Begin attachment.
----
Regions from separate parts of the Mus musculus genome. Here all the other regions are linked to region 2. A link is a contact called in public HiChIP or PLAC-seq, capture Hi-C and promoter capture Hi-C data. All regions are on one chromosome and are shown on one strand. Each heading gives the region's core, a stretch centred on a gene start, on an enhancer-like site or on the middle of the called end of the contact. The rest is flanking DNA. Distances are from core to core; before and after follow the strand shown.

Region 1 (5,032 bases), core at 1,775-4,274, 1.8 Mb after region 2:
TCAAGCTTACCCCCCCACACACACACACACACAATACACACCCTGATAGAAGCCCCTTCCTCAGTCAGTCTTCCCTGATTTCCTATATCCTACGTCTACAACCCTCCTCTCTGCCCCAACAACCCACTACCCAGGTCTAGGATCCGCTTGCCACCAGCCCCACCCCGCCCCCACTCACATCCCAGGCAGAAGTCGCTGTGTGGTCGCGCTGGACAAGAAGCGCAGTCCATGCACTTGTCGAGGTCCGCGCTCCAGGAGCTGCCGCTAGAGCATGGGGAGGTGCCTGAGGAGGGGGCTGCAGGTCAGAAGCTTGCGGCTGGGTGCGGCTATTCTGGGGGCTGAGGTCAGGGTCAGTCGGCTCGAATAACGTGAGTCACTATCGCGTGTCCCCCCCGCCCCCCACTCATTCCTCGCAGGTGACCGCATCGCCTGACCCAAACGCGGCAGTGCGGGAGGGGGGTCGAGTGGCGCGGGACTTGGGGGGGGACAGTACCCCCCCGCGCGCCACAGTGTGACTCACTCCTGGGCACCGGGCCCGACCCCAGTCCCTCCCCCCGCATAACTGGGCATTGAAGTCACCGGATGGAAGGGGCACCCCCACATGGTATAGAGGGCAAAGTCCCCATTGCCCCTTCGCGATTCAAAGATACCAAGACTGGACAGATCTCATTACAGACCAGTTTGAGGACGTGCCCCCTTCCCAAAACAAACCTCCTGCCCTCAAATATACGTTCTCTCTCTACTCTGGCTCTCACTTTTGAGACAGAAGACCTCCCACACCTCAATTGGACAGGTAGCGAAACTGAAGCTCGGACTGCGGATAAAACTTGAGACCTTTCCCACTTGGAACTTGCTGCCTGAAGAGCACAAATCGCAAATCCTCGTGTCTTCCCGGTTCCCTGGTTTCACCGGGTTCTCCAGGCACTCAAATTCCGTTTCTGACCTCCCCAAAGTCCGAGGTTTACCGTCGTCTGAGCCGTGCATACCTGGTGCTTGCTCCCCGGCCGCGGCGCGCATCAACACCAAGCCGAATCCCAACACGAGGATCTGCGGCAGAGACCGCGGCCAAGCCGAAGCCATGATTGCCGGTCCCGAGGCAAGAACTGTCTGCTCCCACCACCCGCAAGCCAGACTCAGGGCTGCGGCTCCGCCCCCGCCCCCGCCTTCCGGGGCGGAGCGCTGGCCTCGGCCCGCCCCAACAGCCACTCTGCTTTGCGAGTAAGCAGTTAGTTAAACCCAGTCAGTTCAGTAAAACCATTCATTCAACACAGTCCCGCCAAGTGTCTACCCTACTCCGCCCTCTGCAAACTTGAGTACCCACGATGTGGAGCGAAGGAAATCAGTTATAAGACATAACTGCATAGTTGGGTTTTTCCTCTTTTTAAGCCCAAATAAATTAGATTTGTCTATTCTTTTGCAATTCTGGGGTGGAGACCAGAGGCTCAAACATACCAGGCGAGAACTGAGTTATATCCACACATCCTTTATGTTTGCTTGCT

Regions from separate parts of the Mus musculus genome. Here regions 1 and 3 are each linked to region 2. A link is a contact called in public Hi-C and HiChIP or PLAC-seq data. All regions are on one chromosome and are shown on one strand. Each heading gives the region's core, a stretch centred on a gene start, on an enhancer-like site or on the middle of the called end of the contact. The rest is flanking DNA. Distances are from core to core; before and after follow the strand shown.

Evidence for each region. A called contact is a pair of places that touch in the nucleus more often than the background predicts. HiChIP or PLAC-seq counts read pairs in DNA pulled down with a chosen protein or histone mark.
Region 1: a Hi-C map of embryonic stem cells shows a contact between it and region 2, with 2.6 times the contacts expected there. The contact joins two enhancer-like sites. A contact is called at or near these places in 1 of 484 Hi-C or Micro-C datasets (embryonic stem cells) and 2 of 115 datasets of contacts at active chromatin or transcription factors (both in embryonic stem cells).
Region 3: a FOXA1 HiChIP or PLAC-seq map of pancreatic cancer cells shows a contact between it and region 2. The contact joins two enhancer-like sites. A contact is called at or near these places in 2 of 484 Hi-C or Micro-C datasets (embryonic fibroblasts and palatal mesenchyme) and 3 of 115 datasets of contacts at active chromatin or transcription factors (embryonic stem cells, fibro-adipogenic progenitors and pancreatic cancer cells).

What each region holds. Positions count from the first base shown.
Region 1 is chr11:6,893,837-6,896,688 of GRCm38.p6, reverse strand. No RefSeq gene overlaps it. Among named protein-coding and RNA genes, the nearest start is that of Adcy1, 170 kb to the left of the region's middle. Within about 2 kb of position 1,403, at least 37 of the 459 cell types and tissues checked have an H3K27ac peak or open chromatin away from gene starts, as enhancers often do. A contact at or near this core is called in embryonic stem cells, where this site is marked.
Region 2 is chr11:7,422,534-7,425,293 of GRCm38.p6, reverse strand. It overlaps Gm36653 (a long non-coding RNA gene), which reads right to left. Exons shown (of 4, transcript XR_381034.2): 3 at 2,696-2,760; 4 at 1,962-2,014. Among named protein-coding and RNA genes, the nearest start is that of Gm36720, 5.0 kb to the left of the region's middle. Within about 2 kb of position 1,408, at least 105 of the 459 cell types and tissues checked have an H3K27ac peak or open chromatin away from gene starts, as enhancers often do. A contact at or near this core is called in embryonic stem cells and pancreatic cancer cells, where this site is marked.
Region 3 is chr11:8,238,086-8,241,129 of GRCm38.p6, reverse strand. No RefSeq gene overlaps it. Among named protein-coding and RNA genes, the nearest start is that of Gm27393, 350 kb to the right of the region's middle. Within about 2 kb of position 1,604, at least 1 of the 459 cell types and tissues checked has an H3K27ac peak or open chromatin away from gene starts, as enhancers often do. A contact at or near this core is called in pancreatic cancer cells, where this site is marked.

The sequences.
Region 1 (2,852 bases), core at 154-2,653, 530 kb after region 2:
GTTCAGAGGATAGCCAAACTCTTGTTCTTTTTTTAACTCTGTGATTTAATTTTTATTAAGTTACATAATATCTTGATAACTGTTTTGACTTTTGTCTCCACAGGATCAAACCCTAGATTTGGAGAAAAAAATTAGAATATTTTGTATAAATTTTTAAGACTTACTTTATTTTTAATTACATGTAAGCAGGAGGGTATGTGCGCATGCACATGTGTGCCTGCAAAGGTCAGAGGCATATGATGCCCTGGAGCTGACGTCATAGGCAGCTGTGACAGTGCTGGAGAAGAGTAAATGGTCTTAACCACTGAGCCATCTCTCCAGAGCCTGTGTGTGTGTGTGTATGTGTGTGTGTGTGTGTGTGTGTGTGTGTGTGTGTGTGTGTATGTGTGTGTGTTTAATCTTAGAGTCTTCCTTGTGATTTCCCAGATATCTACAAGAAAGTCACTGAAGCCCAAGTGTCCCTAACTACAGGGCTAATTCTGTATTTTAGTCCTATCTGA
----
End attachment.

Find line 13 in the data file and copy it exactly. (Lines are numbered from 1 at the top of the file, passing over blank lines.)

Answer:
Region 1 (2,852 bases), core at 154-2,653, 530 kb after region 2: